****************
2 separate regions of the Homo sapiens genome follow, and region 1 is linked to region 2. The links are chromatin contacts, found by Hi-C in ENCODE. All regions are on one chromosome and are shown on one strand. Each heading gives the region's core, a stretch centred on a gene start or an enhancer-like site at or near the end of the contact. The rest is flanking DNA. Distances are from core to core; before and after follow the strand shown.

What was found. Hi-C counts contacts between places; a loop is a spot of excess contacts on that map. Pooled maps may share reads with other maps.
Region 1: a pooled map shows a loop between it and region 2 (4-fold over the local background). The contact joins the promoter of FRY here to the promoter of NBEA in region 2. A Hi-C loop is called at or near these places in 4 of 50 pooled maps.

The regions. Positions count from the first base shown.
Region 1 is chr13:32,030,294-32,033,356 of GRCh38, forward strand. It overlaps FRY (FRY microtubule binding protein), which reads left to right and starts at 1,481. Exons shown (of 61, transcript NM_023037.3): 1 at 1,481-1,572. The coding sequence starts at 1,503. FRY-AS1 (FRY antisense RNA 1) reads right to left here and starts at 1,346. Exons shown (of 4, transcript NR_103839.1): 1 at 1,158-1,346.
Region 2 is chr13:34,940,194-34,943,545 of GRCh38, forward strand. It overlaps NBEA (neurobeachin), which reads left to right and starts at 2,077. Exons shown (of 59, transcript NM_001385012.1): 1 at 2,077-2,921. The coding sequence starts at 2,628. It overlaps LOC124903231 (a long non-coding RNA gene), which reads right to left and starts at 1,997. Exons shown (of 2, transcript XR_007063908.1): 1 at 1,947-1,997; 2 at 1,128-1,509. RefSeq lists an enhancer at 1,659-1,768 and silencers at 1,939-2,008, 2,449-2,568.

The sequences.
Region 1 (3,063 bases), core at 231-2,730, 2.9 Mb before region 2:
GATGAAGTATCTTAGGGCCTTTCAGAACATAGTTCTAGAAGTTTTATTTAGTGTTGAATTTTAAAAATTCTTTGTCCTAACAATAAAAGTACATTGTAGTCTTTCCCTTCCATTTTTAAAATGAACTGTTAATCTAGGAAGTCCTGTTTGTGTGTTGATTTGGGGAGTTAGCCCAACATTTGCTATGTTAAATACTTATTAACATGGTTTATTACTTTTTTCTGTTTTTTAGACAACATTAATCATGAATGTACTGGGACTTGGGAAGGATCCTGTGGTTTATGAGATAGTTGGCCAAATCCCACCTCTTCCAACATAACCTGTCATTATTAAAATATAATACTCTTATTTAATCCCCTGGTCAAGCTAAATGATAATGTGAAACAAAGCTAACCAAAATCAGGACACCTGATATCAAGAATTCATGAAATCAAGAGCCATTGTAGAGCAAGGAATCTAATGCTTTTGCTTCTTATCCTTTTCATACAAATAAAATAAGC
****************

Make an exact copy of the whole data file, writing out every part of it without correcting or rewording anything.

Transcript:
2 separate regions of the Homo sapiens genome follow, and region 1 is linked to region 2. The links are chromatin contacts, found by Hi-C in ENCODE. All regions are on one chromosome and are shown on one strand. Each heading gives the region's core, a stretch centred on a gene start or an enhancer-like site at or near the end of the contact. The rest is flanking DNA. Distances are from core to core; before and after follow the strand shown.

What was found. Hi-C counts contacts between places; a loop is a spot of excess contacts on that map. Pooled maps may share reads with other maps.
Region 1: a pooled map shows a loop between it and region 2 (4-fold over the local background). The contact joins the promoter of FRY here to the promoter of NBEA in region 2. A Hi-C loop is called at or near these places in 4 of 50 pooled maps.

The regions. Positions count from the first base shown.
Region 1 is chr13:32,030,294-32,033,356 of GRCh38, forward strand. It overlaps FRY (FRY microtubule binding protein), which reads left to right and starts at 1,481. Exons shown (of 61, transcript NM_023037.3): 1 at 1,481-1,572. The coding sequence starts at 1,503. FRY-AS1 (FRY antisense RNA 1) reads right to left here and starts at 1,346. Exons shown (of 4, transcript NR_103839.1): 1 at 1,158-1,346.
Region 2 is chr13:34,940,194-34,943,545 of GRCh38, forward strand. It overlaps NBEA (neurobeachin), which reads left to right and starts at 2,077. Exons shown (of 59, transcript NM_001385012.1): 1 at 2,077-2,921. The coding sequence starts at 2,628. It overlaps LOC124903231 (a long non-coding RNA gene), which reads right to left and starts at 1,997. Exons shown (of 2, transcript XR_007063908.1): 1 at 1,947-1,997; 2 at 1,128-1,509. RefSeq lists an enhancer at 1,659-1,768 and silencers at 1,939-2,008, 2,449-2,568.

The sequences.
Region 1 (3,063 bases), core at 231-2,730, 2.9 Mb before region 2:
GATGAAGTATCTTAGGGCCTTTCAGAACATAGTTCTAGAAGTTTTATTTAGTGTTGAATTTTAAAAATTCTTTGTCCTAACAATAAAAGTACATTGTAGTCTTTCCCTTCCATTTTTAAAATGAACTGTTAATCTAGGAAGTCCTGTTTGTGTGTTGATTTGGGGAGTTAGCCCAACATTTGCTATGTTAAATACTTATTAACATGGTTTATTACTTTTTTCTGTTTTTTAGACAACATTAATCATGAATGTACTGGGACTTGGGAAGGATCCTGTGGTTTATGAGATAGTTGGCCAAATCCCACCTCTTCCAACATAACCTGTCATTATTAAAATATAATACTCTTATTTAATCCCCTGGTCAAGCTAAATGATAATGTGAAACAAAGCTAACCAAAATCAGGACACCTGATATCAAGAATTCATGAAATCAAGAGCCATTGTAGAGCAAGGAATCTAATGCTTTTGCTTCTTATCCTTTTCATACAAATAAAATAAGC